This information is adapted from: Pinese, B., Piper. R 1994, Bananas insect and mite management, Department of Primary Industries, Queensland

This information has been updated as part of the National Banana Development and Extension Program (BA19004) which is funded by Hort Innovation, using the banana industry research and development levies and contributions from the Australian Government. Hort Innovation is the grower-owned, not-for-profit research and development corporation for Australian horticulture. The Queensland Government has also co-funded the project through the Department of Agriculture and Fisheries.

Banana rust thrips – general information

Banana rust thrips Chaetanaphothrips signipennis General information

Occurrence

Banana rust thrips is a serious and frequent pest of bananas and has been since they were first grown in Queensland. Damage occurs in all areas but is more severe in bananas grown in well-drained red soils.

Seasonality

Rust thrips can damage fruit throughout the year however, the period from November to April is the period of greatest activity. Experience has shown that unusually dry periods during November and April encourage heavy build-ups of thrips and subsequent damage. Wet conditions are thought likely to cause high mortality of the soil-dwelling pupal stage, either directly from drowning or by encouraging the development and spread of diseases.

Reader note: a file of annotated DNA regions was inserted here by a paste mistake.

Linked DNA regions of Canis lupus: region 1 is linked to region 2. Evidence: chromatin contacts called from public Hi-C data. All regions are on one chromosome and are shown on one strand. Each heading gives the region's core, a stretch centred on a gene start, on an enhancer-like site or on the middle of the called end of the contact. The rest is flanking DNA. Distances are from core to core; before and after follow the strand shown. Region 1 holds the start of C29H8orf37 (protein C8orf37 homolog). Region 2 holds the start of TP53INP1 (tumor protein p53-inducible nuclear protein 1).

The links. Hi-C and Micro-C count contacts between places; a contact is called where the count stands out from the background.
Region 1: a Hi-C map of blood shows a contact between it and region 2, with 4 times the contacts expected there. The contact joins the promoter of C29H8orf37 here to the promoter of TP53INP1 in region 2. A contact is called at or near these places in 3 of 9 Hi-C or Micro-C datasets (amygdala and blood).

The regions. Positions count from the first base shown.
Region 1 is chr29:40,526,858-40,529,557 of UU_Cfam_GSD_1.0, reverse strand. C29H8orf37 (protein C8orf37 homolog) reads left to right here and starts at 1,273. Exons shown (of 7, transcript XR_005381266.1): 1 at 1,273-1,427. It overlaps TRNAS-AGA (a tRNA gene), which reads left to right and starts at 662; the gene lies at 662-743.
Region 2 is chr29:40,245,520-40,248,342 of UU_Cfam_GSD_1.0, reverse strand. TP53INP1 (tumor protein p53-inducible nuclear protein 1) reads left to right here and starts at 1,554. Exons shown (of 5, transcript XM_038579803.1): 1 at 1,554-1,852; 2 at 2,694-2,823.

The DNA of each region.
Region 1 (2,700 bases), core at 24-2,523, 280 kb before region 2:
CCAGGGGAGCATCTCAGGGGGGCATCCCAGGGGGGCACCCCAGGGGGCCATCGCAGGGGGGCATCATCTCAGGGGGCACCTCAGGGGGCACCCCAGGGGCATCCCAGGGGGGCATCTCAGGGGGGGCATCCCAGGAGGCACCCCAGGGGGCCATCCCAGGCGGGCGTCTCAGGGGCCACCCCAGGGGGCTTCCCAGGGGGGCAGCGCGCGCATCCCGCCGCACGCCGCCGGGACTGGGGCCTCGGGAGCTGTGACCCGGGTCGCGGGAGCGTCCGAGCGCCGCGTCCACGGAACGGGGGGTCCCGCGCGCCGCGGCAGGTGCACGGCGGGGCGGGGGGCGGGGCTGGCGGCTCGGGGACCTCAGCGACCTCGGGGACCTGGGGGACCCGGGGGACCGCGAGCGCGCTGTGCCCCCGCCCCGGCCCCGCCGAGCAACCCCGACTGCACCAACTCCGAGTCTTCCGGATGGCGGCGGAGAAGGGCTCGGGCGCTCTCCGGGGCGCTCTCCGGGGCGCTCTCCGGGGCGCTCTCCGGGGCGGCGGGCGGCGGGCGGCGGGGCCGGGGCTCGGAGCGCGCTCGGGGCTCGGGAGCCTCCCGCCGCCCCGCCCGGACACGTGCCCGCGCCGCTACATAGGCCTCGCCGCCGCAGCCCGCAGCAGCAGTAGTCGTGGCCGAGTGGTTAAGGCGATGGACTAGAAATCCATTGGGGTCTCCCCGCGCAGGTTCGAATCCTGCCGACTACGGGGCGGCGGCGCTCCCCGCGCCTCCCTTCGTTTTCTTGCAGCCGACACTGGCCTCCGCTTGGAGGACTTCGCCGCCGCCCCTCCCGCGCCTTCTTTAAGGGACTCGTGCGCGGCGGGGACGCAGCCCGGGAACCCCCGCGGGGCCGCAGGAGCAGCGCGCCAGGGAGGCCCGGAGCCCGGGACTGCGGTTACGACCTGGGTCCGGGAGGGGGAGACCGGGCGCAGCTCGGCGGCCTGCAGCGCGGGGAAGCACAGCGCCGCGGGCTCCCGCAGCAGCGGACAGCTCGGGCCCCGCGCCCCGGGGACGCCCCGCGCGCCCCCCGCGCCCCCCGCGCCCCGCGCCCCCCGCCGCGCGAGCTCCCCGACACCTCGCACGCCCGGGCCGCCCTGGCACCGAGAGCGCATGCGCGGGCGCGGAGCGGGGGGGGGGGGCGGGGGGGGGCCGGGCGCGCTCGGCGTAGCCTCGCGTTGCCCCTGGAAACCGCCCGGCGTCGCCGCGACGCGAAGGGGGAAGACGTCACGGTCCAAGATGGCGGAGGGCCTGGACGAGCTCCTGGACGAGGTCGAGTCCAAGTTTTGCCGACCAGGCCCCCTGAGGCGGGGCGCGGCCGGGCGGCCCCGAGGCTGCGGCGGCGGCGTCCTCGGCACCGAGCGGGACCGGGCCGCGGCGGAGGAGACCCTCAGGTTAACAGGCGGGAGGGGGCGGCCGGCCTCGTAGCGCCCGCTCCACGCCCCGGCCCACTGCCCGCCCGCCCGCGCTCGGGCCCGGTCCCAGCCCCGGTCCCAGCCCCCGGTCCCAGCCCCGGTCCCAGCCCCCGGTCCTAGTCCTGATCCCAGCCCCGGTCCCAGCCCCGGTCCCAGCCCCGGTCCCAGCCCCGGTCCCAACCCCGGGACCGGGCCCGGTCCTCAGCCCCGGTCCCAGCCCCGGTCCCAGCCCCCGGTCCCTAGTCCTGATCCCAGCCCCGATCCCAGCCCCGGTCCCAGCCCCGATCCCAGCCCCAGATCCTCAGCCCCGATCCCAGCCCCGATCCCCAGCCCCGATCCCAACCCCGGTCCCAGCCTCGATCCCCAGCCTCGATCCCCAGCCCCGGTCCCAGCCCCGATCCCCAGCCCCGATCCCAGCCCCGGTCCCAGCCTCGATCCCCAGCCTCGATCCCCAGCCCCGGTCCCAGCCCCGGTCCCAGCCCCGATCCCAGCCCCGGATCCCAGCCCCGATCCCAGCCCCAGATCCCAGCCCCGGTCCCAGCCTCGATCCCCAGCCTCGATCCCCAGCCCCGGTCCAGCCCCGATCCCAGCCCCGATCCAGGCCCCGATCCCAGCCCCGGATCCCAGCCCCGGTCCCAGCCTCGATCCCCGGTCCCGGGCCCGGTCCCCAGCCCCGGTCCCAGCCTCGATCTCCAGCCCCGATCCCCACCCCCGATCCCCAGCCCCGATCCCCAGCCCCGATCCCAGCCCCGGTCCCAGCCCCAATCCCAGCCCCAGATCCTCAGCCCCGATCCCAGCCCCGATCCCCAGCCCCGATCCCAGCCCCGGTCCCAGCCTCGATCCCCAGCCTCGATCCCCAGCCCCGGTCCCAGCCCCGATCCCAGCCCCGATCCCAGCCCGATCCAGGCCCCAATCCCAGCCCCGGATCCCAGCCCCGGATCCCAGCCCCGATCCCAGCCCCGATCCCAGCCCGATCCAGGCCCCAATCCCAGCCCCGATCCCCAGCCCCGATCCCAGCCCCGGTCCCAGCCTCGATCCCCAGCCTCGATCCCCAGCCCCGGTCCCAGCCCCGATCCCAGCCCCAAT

Figure 1 - Adult banana rust thrips and larva. Note the adult has a distinct black line formed by the folded wings and the two eye-like black patches over the thorax

Description and life cycle

The extremely small eggs are inserted by the female just below the surface of the fruit or other plant tissues. The small (0.5–1.0 mm long) white, slender larvae do not have wings and can be seen moving when areas of infestation are exposed by separating touching fruit. Larvae can also be seen moving on the stem of the plant by pulling back the edge of leaf sheaths. When fully developed, the larvae drop to the ground and pupate just below the soil surface, approximately 30 cm from the base of the plant and suckers. The white pupa is about 1mm long and can be very difficult to find. 

Figure 2 - Life cycle of banana rust thrips in summer months takes approximately 28 days to complete and can be up to 90 days in cooler winter months
The adult has small feather-like wings and is a slender (1–1.5 mm) straw-coloured insect. The wings are fringed with a line of dark scales and, when at rest along the body, these scales form a characteristic black longitudinal line running the length of the abdomen. Two eye-like dark patches at the base of the wings are a characteristic of rust thrips adults. These patches help distinguish them from the smaller males of banana flower thrips.

Damage

Fruit damage is caused during feeding by the larval and adult stages of the thrips. The damage first appears as a faint smudge-like mark (Figure 3) between the fingers in the area where two adjacent fingers touch (Figure 4). This later develops into typical reddish-brown ‘rust’ areas. Severe damage can result in skin cracking (Figures 5 & 6). 

The superficial damage does not reduce the fruit eating quality. However, affected fruit can be downgraded or rejected, depending on the severity of damage and the current market supply conditions. 

Note: Rust thrips damage should not be confused with maturity bronzing, which produces a rusty, reddish discolouration on the fingers. While it appears similar to rust thrips damage, maturity bronzing occurs on the exposed outer curve of the fruit and is not confined to areas where fingers are touching.

For more information contact:

The Better Bananas team
Department of Agriculture and Fisheries
South Johnstone
07 4220 4177 or email betterbananas@daf.qld.gov.au 

This information is adapted from: Pinese, B., Piper. R 1994, Bananas insect and mite management, Department of Primary Industries, Queensland